The competitive streaming landscape has been transformed in just the last few weeks, and those changes will be on display at the Academy Awards on March 27.
Amazon’s acquisition of MGM and its Amazon Prime Video arm has vaulted the company into close competition with the likes of Netflix (27 Oscar nominations) and Apple Original Films/Apple TV+ (six nominations). Amazon Studios currently has four Oscar nominations, but when you include the MGM films now in its stable, Amazon lays claim to seven potential Oscar wins.
The film with the most nominations is a Netflix release called The Power of the Dog, with 12 nominations, the clearest sign that the Oscar race has permanently changed to include original content from tech-first streaming services.
What distinguishes Netflix, Apple, and Amazon from their Hollywood studio competition is the fact that they are all companies that are primarily streaming or technology-based.
As traditional movie studios like Disney (Disney+, Hulu), with 24 nominations, and Warner Bros. (HBO Max), with 16 nominations, have moved into the streaming business—now transformed by simultaneous theatrical and home video distribution or hybrid releases—the lines have been blurred in terms of what is an isn’t a “Hollywood studio.”
Releasing a film streaming first, or as a hybrid, no longer seems to impact its Oscar nomination chances, as it might have in the past. Some of the streaming-first and hybrid releases included in this year’s awards include Coda (Apple Original Films/Apple TV+), King Richard (Warner Bros./HBO Max), Dune (Warner Bros./HBO Max), and Luca (Disney/Disney+).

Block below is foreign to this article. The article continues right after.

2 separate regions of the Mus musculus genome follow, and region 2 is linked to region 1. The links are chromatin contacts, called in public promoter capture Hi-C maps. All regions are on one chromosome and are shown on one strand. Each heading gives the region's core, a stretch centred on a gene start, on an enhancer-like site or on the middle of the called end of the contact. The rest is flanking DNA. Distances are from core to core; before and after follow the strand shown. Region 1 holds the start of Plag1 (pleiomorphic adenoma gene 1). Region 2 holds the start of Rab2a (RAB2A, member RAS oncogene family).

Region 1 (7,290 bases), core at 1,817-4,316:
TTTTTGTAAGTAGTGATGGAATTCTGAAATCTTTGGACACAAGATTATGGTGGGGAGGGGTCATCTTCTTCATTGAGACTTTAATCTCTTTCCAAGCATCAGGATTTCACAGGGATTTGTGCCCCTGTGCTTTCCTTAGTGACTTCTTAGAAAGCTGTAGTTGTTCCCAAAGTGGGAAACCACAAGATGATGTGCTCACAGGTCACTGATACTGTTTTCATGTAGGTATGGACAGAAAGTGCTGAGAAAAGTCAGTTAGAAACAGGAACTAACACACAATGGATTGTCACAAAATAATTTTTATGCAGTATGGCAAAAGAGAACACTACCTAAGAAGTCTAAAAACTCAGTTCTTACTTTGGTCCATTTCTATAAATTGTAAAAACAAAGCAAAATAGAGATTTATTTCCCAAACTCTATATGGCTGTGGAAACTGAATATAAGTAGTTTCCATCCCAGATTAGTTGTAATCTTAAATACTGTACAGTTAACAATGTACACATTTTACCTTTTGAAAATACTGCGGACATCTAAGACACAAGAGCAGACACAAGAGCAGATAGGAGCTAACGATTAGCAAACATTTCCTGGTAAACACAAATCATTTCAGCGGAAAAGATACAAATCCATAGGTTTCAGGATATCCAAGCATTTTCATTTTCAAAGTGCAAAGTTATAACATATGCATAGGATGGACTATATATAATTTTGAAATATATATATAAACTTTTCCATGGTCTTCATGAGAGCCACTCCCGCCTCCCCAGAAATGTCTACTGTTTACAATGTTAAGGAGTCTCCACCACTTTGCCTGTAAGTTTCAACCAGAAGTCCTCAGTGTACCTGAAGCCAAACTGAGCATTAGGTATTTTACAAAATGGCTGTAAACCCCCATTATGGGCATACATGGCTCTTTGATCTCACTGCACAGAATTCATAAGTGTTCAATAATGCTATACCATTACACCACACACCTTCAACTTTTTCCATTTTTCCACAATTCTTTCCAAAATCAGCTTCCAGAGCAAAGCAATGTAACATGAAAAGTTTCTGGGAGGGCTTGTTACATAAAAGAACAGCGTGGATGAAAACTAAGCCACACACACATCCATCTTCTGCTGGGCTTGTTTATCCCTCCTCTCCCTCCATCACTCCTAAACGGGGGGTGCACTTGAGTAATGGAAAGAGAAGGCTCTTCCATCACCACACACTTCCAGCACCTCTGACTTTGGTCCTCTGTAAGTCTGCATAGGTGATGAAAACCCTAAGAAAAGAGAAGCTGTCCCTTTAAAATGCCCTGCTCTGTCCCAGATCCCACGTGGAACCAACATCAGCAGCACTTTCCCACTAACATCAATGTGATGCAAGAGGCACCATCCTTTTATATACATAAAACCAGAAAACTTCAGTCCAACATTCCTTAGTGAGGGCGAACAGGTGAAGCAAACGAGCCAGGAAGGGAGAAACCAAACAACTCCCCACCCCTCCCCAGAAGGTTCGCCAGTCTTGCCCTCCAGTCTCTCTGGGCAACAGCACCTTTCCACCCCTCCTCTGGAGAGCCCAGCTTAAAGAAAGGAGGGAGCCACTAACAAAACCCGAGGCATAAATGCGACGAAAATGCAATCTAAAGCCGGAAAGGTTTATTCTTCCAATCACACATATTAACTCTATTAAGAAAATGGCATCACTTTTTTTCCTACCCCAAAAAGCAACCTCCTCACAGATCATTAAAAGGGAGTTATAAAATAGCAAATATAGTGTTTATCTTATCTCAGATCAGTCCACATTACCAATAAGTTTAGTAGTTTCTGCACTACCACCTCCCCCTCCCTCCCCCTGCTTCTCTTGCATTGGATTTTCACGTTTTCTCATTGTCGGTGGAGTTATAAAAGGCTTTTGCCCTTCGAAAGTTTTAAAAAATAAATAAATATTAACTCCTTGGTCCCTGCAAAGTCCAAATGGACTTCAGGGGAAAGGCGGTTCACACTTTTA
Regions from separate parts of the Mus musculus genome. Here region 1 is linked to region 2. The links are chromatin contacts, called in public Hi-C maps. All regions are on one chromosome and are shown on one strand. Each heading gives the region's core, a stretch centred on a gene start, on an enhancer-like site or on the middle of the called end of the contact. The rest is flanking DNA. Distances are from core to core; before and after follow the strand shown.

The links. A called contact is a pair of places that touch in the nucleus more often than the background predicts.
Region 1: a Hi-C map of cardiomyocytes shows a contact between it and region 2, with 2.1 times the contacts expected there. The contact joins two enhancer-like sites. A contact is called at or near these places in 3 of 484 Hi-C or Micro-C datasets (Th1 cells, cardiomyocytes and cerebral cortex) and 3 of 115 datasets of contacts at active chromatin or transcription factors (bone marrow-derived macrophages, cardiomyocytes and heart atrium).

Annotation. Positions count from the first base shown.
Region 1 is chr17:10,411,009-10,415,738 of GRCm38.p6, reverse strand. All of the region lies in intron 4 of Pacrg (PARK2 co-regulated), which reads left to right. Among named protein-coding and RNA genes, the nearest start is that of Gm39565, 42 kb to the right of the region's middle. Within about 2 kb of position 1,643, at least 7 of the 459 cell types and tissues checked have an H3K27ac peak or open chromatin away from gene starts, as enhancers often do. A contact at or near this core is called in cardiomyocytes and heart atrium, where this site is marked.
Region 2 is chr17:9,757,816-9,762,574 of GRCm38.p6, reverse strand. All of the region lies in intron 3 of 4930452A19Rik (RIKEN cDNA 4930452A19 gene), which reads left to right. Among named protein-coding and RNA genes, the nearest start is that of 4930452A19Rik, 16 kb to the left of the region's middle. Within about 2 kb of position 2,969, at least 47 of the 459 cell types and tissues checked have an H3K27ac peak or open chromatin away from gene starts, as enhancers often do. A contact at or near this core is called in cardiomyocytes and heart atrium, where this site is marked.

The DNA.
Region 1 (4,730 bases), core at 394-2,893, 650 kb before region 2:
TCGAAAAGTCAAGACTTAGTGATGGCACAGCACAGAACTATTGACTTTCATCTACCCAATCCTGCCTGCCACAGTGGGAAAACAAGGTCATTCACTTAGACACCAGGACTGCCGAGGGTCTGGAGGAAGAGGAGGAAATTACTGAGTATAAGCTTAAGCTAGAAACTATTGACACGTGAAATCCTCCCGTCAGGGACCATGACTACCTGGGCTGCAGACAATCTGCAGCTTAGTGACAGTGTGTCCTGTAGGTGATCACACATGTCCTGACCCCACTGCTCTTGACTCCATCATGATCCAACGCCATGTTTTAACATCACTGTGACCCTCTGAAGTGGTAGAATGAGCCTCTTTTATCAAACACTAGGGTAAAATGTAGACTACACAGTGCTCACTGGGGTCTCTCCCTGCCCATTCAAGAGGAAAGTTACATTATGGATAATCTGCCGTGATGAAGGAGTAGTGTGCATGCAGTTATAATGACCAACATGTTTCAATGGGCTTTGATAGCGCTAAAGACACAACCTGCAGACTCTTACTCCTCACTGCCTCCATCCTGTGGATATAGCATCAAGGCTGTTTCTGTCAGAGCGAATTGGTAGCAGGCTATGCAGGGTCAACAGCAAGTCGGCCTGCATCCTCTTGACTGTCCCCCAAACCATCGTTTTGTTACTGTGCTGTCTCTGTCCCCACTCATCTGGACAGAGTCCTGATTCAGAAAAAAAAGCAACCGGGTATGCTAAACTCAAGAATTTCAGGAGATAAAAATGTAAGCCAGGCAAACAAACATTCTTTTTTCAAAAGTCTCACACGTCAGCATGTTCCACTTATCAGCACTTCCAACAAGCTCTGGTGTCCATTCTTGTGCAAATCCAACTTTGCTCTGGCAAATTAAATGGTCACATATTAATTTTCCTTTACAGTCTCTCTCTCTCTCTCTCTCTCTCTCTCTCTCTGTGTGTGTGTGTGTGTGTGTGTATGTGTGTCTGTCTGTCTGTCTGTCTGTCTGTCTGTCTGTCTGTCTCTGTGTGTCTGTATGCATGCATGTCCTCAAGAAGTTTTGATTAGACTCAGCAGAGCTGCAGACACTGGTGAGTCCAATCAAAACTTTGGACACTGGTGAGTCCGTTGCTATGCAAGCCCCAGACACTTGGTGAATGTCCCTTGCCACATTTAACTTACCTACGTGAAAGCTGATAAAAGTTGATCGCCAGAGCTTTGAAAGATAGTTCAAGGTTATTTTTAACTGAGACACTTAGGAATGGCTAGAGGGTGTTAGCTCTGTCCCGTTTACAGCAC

Although the newly Oscar-nominated MGM films now in Amazon’s library (Licorice Pizza, House of Gucci, and No Time to Die) weren’t distributed as streaming-only or hybrid releases, they nevertheless contribute to the tech company’s new status as a top-tier player in the Hollywood race for talent and profit.
Even though viewership ratings for the Oscars has continuously slipped (down 56% from 2020 to 2021) in recent years, history has shown that an Oscar nomination or win can boost a film’s total revenue by up to 50% following the award. Beyond the prestige, Amazon’s well-timed studio purchase could increase its filmed entertainment bottom line.